lobbyist


Also found in: Thesaurus, Medical, Legal, Financial, Encyclopedia, Wikipedia.

lob·by·ist

(lŏb′ē-ĭst)
n.
A person employed to influence legislators or other public officials in favor of a specific cause.

lob′by·ism n.

lobbyist

(ˈlɒbɪɪst)
n
(Government, Politics & Diplomacy) a person employed by a particular interest to lobby
ˈlobbyˌism n

lob•by•ist

(ˈlɒb i ɪst)

n.
a person who tries to influence legislation or administrative decisions on behalf of a special interest; member of a lobby.
[1940–45]
lob′by•ism, n.
ThesaurusAntonymsRelated WordsSynonymsLegend:
Noun1.lobbyist - someone who is employed to persuade legislators to vote for legislation that favors the lobbyist's employerlobbyist - someone who is employed to persuade legislators to vote for legislation that favors the lobbyist's employer
persuader, inducer - someone who tries to persuade or induce or lead on

lobbyist

noun persuader, manager, influencer, publicist, motivator, pressurizer, press agent a parliamentary lobbyist for a disabled rights group
Translations

lobbyist

[ˈlɒbɪɪst] Ncabildero/a m/f

lobbyist

[ˈlɒbiɪst] nlobbyiste mf

lobbyist

nLobbyist(in) m(f)

lobbyist

[ˈlɒbɪɪst] nappartenente m/f ad un gruppo di pressione, lobbista m/f
References in classic literature ?
The leaders and organizers were maintained by the businessmen directly--aldermen and legislators by means of bribes, party officials out of the campaign funds, lobbyists and corporation lawyers in the form of salaries, contractors by means of jobs, labor union leaders by subsidies, and newspaper proprietors and editors by advertisements.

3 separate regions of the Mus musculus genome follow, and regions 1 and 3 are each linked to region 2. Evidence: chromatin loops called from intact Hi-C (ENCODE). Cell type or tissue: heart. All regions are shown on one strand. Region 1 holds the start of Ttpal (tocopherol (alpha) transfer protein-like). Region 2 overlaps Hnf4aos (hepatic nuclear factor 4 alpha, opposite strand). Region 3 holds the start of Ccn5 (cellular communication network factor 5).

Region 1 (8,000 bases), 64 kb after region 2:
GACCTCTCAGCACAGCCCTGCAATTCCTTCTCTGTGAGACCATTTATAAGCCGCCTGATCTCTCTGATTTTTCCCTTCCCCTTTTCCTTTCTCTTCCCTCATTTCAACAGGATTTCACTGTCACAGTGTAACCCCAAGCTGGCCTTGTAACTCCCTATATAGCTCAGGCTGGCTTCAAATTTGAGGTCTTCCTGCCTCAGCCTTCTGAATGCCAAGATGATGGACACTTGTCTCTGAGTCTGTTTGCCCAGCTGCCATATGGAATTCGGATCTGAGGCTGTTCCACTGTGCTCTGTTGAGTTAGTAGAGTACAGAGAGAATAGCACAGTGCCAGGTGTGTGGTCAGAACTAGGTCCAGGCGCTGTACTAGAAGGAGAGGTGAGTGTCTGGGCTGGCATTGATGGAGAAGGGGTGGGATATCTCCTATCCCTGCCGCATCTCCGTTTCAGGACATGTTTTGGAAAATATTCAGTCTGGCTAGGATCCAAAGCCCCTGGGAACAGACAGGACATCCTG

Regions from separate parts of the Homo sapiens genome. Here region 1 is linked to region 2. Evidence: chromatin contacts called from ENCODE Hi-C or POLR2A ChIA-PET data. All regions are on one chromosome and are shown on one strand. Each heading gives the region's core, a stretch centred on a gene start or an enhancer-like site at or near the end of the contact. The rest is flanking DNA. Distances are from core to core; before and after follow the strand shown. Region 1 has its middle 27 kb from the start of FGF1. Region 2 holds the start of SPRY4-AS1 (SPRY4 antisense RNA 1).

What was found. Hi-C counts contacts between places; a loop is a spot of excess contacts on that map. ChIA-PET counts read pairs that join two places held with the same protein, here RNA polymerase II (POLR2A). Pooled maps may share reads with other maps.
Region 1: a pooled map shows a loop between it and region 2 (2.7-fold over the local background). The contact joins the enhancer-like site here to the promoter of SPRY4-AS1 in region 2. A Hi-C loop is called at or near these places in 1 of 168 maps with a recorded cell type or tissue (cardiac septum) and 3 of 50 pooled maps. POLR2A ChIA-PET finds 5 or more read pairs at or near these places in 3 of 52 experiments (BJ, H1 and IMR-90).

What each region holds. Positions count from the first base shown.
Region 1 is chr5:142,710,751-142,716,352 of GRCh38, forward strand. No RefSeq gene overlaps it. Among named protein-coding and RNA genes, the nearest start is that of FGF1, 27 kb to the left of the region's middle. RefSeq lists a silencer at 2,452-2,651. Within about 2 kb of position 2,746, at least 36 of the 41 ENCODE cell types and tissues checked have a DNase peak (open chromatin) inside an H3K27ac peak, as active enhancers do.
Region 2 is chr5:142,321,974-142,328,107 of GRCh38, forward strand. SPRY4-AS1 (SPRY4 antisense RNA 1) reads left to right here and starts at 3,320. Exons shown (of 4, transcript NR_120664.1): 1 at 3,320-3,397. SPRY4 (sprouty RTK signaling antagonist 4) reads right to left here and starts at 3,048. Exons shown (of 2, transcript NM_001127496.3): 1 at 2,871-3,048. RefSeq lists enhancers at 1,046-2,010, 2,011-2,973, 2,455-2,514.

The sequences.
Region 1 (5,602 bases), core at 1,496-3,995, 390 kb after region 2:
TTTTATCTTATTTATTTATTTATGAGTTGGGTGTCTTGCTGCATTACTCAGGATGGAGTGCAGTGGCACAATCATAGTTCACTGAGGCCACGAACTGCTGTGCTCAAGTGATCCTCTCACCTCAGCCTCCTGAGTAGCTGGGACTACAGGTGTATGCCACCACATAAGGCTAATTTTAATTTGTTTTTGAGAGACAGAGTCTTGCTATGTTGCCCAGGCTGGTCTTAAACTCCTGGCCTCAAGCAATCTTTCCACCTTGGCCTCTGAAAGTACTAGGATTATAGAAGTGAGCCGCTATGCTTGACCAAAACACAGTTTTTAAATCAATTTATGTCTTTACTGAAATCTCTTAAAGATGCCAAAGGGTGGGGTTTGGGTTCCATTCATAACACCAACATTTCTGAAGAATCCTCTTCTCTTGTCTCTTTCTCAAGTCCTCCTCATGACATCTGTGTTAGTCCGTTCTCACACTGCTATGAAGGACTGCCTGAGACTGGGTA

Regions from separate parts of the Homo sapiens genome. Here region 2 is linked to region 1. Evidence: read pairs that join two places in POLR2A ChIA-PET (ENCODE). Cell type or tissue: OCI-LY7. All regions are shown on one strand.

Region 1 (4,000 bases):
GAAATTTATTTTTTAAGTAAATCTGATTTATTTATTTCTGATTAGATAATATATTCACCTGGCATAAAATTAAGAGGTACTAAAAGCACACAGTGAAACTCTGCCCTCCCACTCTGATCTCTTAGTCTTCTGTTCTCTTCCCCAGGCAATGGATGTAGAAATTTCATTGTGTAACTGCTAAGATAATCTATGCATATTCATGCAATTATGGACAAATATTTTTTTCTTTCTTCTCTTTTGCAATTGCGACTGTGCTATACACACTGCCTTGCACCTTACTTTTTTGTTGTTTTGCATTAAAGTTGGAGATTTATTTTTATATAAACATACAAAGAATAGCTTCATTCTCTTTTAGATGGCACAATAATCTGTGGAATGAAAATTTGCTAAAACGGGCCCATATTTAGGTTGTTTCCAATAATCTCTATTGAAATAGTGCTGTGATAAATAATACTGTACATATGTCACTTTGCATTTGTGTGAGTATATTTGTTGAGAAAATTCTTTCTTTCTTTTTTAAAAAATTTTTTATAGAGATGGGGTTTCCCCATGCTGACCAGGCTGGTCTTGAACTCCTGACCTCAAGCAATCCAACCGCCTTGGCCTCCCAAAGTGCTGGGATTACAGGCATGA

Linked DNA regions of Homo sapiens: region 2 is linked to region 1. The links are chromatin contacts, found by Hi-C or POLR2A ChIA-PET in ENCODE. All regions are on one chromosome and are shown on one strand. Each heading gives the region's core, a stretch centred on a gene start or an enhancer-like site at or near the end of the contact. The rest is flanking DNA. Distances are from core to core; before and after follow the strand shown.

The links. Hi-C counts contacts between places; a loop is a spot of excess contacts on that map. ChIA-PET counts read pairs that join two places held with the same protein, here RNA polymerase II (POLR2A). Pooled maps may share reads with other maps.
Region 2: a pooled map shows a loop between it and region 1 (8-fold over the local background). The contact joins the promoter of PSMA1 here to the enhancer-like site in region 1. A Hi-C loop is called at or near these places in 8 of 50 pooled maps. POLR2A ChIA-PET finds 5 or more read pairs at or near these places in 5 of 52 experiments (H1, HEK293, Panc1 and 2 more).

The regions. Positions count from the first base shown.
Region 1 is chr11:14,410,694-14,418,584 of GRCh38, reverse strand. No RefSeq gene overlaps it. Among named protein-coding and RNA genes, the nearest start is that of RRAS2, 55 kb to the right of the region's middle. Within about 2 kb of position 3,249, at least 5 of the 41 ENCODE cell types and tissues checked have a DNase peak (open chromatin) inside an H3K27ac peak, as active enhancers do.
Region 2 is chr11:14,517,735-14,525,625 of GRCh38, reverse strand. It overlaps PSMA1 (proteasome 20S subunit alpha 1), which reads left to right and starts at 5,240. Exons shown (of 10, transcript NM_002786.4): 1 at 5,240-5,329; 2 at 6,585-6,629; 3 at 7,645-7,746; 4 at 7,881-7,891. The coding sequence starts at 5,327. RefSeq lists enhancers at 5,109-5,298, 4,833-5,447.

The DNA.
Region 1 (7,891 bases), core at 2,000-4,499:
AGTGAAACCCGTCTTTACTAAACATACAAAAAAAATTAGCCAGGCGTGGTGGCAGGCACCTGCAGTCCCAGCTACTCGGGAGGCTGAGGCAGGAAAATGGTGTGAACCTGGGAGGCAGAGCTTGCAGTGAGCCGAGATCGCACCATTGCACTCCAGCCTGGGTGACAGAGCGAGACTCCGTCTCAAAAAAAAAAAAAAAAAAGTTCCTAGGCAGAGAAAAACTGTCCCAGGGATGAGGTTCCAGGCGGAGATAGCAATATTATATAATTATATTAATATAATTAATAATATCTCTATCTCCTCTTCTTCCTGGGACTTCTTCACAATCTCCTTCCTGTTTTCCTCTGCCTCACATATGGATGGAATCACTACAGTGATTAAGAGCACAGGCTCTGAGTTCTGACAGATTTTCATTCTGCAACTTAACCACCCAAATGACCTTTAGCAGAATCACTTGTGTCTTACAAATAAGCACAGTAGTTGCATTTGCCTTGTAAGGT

At such periods not a dinner took place among bold schemers or financial and political lobbyists where the opinions of the Bourse and the Bank, the secrets of diplomacy, and the policy necessitated by the state of affairs in Europe were not canvassed and discussed.
Further, the bill expanded requirements for who had to register as a lobbyist.
At its July meeting, City Council unanimously appointed Cristina De Caprio as Toronto's Lobbyist Registrar, effective September 12.
The lobbyist problem is neither caused nor augmented by term limits.
It isn't just 140 days and then they go," said John Fainter, a lobbyist who's the president and CEO of the Association of Electric Companies of Texas, which represents electricity providers.
An Associated Press review of lobbyist donations reveals just how reliable that flow of money has been, with lobbyists having spent nearly $10 million in direct contributions to lawmakers and politicians over the past nine years.
During the very first Congress, in the 1790s, a senator wrote that a lobbyist had said "he would give [Rep.
This is all the more frustrating because, in his opinion, the lobbyist implicated is "not a professional".
SIR - Campaigning group Unlock Democracy are quite right to request details of all meetings between ministers and lobbyists in the Welsh Assembly Senedd in Cardiff Bay ("Campaigners call for publication of details of lobbyist meetings", April 27).
21) The guidance was designed to combat potential lobbyist influence on the disbursement of EESA funds, to remove politics from funding decisions, to offer certification to Congress that each investment decision was based "only on investment criteria and the facts of the case," and to provide transparency to the investment process.